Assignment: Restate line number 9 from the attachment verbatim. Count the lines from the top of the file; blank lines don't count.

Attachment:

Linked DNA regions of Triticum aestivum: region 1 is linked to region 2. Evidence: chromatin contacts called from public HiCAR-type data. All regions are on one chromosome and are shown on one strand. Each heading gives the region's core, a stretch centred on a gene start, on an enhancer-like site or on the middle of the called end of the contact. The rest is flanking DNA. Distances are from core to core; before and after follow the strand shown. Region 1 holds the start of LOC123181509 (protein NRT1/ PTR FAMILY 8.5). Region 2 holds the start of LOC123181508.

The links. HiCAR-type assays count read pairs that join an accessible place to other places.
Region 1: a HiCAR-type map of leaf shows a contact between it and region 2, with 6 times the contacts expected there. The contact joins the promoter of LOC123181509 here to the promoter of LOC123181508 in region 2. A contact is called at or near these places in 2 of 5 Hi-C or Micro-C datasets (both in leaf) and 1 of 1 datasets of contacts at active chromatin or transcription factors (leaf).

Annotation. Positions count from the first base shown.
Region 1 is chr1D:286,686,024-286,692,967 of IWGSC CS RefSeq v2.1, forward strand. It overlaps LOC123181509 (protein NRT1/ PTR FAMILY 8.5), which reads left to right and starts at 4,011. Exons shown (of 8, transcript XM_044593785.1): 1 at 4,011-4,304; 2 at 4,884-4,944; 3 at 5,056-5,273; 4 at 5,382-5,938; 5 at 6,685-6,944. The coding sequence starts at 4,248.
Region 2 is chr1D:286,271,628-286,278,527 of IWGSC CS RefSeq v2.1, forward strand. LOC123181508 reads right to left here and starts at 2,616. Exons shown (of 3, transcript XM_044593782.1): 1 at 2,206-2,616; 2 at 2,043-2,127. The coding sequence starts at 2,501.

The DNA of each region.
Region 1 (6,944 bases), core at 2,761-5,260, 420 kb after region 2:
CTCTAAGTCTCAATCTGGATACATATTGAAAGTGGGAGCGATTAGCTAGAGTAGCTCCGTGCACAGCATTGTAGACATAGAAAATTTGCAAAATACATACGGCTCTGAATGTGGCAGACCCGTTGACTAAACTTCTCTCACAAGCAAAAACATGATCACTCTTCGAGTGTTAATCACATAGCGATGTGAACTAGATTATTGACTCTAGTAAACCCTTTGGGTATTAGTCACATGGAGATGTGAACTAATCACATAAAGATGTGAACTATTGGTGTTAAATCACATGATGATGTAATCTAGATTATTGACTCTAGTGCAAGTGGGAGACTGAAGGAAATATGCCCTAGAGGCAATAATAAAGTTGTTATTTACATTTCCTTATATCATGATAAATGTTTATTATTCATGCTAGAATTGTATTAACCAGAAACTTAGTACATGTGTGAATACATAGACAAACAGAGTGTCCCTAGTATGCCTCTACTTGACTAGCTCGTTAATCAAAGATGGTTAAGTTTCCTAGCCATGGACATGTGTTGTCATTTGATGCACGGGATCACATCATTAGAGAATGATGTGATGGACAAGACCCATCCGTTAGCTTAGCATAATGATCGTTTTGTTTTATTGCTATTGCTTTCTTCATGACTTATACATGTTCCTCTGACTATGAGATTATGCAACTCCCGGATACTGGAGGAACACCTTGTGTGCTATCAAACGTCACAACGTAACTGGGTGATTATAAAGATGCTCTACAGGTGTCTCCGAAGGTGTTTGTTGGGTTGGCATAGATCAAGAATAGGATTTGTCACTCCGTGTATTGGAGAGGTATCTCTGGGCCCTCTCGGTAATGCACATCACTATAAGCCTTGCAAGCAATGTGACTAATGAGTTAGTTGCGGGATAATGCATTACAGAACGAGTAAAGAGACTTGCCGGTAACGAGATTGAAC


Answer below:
CTCTAAGTCTCAATCTGGATACATATTGAAAGTGGGAGCGATTAGCTAGAGTAGCTCCGTGCACAGCATTGTAGACATAGAAAATTTGCAAAATACATACGGCTCTGAATGTGGCAGACCCGTTGACTAAACTTCTCTCACAAGCAAAAACATGATCACTCTTCGAGTGTTAATCACATAGCGATGTGAACTAGATTATTGACTCTAGTAAACCCTTTGGGTATTAGTCACATGGAGATGTGAACTAATCACATAAAGATGTGAACTATTGGTGTTAAATCACATGATGATGTAATCTAGATTATTGACTCTAGTGCAAGTGGGAGACTGAAGGAAATATGCCCTAGAGGCAATAATAAAGTTGTTATTTACATTTCCTTATATCATGATAAATGTTTATTATTCATGCTAGAATTGTATTAACCAGAAACTTAGTACATGTGTGAATACATAGACAAACAGAGTGTCCCTAGTATGCCTCTACTTGACTAGCTCGTTAATCAAAGATGGTTAAGTTTCCTAGCCATGGACATGTGTTGTCATTTGATGCACGGGATCACATCATTAGAGAATGATGTGATGGACAAGACCCATCCGTTAGCTTAGCATAATGATCGTTTTGTTTTATTGCTATTGCTTTCTTCATGACTTATACATGTTCCTCTGACTATGAGATTATGCAACTCCCGGATACTGGAGGAACACCTTGTGTGCTATCAAACGTCACAACGTAACTGGGTGATTATAAAGATGCTCTACAGGTGTCTCCGAAGGTGTTTGTTGGGTTGGCATAGATCAAGAATAGGATTTGTCACTCCGTGTATTGGAGAGGTATCTCTGGGCCCTCTCGGTAATGCACATCACTATAAGCCTTGCAAGCAATGTGACTAATGAGTTAGTTGCGGGATAATGCATTACAGAACGAGTAAAGAGACTTGCCGGTAACGAGATTGAAC